The mission of the JPMorgan Chase Institute is to help decision makers – policymakers, businesses, and nonprofit leaders – appreciate the scale, granularity, diversity, and interconnectedness of the global economic system and use better facts, real-time data and thoughtful analysis to make smarter decisions to advance global prosperity.
The President and CEO of the think tank is Diana Farrell, who was previously the Global Head of the McKinsey Center for Government. She also served in the White House as Deputy Director of the National Economic Council (NEC) and Deputy Assistant to the President on Economic Policy from 2009-2011. Prior to serving in the Obama Administration she was head of the McKinsey Global Institute.
Here is the think tank's inaugural report, entitled "Weathering Volatility: Big Data on the Financial Ups and Downs of U.S. Individuals."
Here is what the International Business Times says about the new think tank:
The institute isn't your typical corporate stab at social responsibility. It has access to a uniquely vast trove of customer data: Chase’s checking and savings accounts. Moored to the largest American bank by assets, the think tank says it can put "the broad spectrum of data within the firm to use for the public good.”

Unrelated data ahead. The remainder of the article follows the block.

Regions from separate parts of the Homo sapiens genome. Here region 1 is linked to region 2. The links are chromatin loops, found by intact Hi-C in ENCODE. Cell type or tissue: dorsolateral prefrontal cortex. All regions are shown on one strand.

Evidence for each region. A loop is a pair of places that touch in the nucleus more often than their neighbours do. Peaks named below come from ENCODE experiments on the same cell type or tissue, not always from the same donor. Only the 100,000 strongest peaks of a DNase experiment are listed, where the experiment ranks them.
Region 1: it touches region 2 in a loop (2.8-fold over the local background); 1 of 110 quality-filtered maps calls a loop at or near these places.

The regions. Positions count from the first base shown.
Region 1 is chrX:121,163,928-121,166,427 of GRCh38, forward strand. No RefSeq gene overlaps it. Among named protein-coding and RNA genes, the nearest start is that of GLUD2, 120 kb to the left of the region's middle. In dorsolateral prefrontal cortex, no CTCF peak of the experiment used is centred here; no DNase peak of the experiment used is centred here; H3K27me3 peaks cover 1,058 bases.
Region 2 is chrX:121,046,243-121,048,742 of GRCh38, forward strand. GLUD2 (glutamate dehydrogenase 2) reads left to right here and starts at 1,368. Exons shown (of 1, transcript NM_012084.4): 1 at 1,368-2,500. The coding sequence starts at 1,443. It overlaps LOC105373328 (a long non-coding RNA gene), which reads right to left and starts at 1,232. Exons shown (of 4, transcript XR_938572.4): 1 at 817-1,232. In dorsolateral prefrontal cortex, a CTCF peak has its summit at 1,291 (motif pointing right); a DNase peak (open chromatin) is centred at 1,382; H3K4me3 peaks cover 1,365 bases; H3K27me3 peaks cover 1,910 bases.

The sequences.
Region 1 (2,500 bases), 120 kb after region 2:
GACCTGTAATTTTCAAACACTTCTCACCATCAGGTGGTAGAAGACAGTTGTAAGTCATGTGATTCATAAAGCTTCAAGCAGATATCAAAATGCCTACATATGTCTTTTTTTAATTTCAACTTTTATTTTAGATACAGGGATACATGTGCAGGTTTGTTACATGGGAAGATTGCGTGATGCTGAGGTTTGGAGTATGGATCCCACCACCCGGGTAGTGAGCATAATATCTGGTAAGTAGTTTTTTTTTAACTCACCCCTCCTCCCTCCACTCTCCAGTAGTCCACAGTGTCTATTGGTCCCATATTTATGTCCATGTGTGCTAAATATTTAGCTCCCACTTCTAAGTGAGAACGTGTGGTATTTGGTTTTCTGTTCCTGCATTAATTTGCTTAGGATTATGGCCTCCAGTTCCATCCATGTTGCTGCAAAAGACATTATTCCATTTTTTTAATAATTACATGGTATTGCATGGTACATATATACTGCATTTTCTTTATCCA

The institute's opening comes as major financial institutions try to burnish public reputations still damaged from the fallout of the financial crisis and subsequent scandals. Just a day before the JPMorgan Chase Institute announced itself to the world, the bank pleaded guilty, with several other firms, to criminal antitrust violations related to foreign exchange rigging.
Here is a press release on the new think tank. Here is what Fortune has to say.
Corporate think tanks are quite popular in the US and several other countries these days. A list of the best for-profit (corporate) think tanks can be found here. Currently, the Economist Intelligence Unit (EIU) is the top for-profit think tank, followed by McKinsey Global Institute (MGI), and Google Ideas.